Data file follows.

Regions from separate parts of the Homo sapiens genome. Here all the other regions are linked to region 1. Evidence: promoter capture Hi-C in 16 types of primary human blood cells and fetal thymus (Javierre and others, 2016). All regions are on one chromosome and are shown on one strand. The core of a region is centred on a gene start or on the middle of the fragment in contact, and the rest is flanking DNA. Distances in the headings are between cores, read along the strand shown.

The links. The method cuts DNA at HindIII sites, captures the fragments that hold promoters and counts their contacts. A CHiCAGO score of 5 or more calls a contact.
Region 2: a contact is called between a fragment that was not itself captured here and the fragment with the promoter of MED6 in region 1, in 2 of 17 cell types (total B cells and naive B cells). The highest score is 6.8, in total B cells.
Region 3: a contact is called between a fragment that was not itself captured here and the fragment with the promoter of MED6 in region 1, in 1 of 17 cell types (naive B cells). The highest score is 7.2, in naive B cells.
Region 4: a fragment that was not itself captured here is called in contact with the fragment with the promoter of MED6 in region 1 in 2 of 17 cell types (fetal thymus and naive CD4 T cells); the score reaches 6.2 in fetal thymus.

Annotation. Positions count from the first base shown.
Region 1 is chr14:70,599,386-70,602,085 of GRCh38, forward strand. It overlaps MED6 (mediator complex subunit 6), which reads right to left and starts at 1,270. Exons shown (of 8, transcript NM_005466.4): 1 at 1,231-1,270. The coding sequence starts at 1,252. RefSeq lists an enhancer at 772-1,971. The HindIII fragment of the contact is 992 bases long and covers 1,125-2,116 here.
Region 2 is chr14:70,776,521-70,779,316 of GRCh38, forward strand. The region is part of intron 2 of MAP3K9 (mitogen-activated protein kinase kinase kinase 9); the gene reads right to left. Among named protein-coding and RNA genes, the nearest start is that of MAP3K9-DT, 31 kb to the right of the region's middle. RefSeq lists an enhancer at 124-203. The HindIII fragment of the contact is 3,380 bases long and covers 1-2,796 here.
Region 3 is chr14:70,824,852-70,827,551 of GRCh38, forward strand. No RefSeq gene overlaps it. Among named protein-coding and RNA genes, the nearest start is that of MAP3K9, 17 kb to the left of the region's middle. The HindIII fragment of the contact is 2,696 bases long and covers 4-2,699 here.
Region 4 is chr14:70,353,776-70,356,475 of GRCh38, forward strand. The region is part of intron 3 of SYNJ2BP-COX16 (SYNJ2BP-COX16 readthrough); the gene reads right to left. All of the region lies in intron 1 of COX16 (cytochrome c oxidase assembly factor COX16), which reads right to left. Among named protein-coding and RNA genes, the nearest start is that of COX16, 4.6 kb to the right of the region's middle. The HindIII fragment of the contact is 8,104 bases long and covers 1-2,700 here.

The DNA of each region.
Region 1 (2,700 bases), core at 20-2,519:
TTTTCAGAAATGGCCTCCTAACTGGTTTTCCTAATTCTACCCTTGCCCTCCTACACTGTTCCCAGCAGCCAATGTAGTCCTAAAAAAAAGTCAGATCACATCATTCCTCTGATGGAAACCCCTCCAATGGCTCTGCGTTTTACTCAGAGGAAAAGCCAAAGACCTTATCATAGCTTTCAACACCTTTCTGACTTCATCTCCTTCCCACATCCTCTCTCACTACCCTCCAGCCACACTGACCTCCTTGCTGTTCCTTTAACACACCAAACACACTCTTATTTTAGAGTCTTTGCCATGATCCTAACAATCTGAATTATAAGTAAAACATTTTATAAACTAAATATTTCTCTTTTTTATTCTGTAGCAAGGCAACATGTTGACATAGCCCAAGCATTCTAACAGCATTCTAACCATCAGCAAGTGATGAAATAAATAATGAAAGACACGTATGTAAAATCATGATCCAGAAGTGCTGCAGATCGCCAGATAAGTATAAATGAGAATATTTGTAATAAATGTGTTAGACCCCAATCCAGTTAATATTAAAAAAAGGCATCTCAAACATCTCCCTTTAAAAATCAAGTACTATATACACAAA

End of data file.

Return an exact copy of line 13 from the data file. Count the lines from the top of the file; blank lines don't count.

TTTTCAGAAATGGCCTCCTAACTGGTTTTCCTAATTCTACCCTTGCCCTCCTACACTGTTCCCAGCAGCCAATGTAGTCCTAAAAAAAAGTCAGATCACATCATTCCTCTGATGGAAACCCCTCCAATGGCTCTGCGTTTTACTCAGAGGAAAAGCCAAAGACCTTATCATAGCTTTCAACACCTTTCTGACTTCATCTCCTTCCCACATCCTCTCTCACTACCCTCCAGCCACACTGACCTCCTTGCTGTTCCTTTAACACACCAAACACACTCTTATTTTAGAGTCTTTGCCATGATCCTAACAATCTGAATTATAAGTAAAACATTTTATAAACTAAATATTTCTCTTTTTTATTCTGTAGCAAGGCAACATGTTGACATAGCCCAAGCATTCTAACAGCATTCTAACCATCAGCAAGTGATGAAATAAATAATGAAAGACACGTATGTAAAATCATGATCCAGAAGTGCTGCAGATCGCCAGATAAGTATAAATGAGAATATTTGTAATAAATGTGTTAGACCCCAATCCAGTTAATATTAAAAAAAGGCATCTCAAACATCTCCCTTTAAAAATCAAGTACTATATACACAAA